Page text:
Nicholas Wolterstorff’s twenty-four year old son died in a climbing accident. He writes:

“The worst days now are holidays: Thanksgiving, Christmas, Easter, Pentecost, birthdays, weddings, January 31–days meant as festivals of happiness and joy now are days of tears. The gap is too great between day and heart. Days of routine I can manage; no songs are expected. But how am I to sing in this desolate land, when there’s always one too few?”

Nicholas Wolterstorff, Lament for a Son, 61.

C.S. Lewis’s mother died when he was nine years old.

“With my mother’s death all settled happiness, all that was tranquil and reliable, disappeared from my life. There was to be much fun, many pleasures, many stabs of Joy; but no more of the old security. It was sea and islands now; the great continent had sunk like Atlantis.”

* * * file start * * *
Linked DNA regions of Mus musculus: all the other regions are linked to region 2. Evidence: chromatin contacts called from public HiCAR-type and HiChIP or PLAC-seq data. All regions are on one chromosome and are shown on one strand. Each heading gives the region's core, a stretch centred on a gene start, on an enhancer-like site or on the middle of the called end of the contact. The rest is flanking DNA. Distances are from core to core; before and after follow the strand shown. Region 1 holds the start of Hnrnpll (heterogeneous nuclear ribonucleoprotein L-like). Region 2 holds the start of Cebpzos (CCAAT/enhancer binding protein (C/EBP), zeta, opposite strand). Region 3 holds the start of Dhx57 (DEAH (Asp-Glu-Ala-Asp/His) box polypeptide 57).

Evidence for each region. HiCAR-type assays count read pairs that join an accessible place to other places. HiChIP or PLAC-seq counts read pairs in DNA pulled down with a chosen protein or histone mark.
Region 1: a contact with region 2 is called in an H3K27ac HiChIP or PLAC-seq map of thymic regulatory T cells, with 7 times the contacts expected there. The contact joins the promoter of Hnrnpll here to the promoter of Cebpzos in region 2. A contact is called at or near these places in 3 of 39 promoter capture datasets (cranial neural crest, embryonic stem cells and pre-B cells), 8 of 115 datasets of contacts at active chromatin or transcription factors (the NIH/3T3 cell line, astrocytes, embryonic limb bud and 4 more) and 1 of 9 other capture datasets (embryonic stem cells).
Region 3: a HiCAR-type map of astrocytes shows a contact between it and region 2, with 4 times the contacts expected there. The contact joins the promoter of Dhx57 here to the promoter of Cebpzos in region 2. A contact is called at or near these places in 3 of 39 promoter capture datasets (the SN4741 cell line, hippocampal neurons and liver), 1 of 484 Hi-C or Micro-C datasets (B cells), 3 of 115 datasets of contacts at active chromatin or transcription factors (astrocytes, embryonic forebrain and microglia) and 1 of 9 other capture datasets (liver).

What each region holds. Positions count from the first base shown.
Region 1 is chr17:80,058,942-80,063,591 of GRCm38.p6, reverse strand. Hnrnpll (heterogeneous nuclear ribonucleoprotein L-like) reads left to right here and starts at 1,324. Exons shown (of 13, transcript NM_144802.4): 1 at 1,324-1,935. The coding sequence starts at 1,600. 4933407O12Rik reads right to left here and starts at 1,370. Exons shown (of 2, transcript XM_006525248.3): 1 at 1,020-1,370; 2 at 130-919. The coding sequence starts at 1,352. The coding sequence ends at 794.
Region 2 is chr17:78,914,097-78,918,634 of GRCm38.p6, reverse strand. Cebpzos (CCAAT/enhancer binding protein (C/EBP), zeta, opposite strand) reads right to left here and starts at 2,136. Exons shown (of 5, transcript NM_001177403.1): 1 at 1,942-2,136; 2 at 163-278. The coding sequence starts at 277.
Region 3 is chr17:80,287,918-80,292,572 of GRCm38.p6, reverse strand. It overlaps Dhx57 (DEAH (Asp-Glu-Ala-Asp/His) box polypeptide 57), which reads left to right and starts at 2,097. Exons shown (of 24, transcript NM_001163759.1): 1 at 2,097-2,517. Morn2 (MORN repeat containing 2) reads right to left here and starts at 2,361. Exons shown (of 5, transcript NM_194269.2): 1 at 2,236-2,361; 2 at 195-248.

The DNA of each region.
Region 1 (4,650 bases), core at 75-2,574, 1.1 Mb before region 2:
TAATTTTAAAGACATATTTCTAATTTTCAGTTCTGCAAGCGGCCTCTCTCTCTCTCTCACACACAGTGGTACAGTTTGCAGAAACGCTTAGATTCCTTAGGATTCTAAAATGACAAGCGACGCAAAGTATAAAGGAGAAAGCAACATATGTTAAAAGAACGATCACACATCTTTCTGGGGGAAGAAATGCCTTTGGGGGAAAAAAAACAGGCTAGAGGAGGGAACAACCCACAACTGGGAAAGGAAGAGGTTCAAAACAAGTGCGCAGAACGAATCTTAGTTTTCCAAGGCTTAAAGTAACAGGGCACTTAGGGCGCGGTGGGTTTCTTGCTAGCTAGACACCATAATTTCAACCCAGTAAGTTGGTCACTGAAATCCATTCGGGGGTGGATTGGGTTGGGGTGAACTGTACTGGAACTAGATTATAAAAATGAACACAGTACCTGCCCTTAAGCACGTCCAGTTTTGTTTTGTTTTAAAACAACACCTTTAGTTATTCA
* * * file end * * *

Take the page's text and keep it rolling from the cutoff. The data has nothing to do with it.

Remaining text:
C.S. Lewis, Surprised by Joy.

“Sometimes I think that happiness is over for me. I look at photos of the past and immediately comes the thought: that’s when we were still happy. But I can still laugh, so I guess that isn’t quite it. Perhaps what’s over is happiness as the fundamental tone of my existence. Now sorrow is that.

Sorrow is no longer the islands but the sea.”

Nicholas Wolterstorff, Lament for a Son, 47.

The Bible says, “Blessed are those who mourn, for they will be comforted.” Some of you live every day with a hole in your lives. Sorrow is, for you, a more “fundamental tone” than happiness. The islands and the sea have switched places. And only the great reversals promised by the Gospel will switch them back–someday.

As for this day, we see you. We love you. May the Father of compassion and the God of all comfort be extra close during this Advent Season as we lament together waiting for Christ.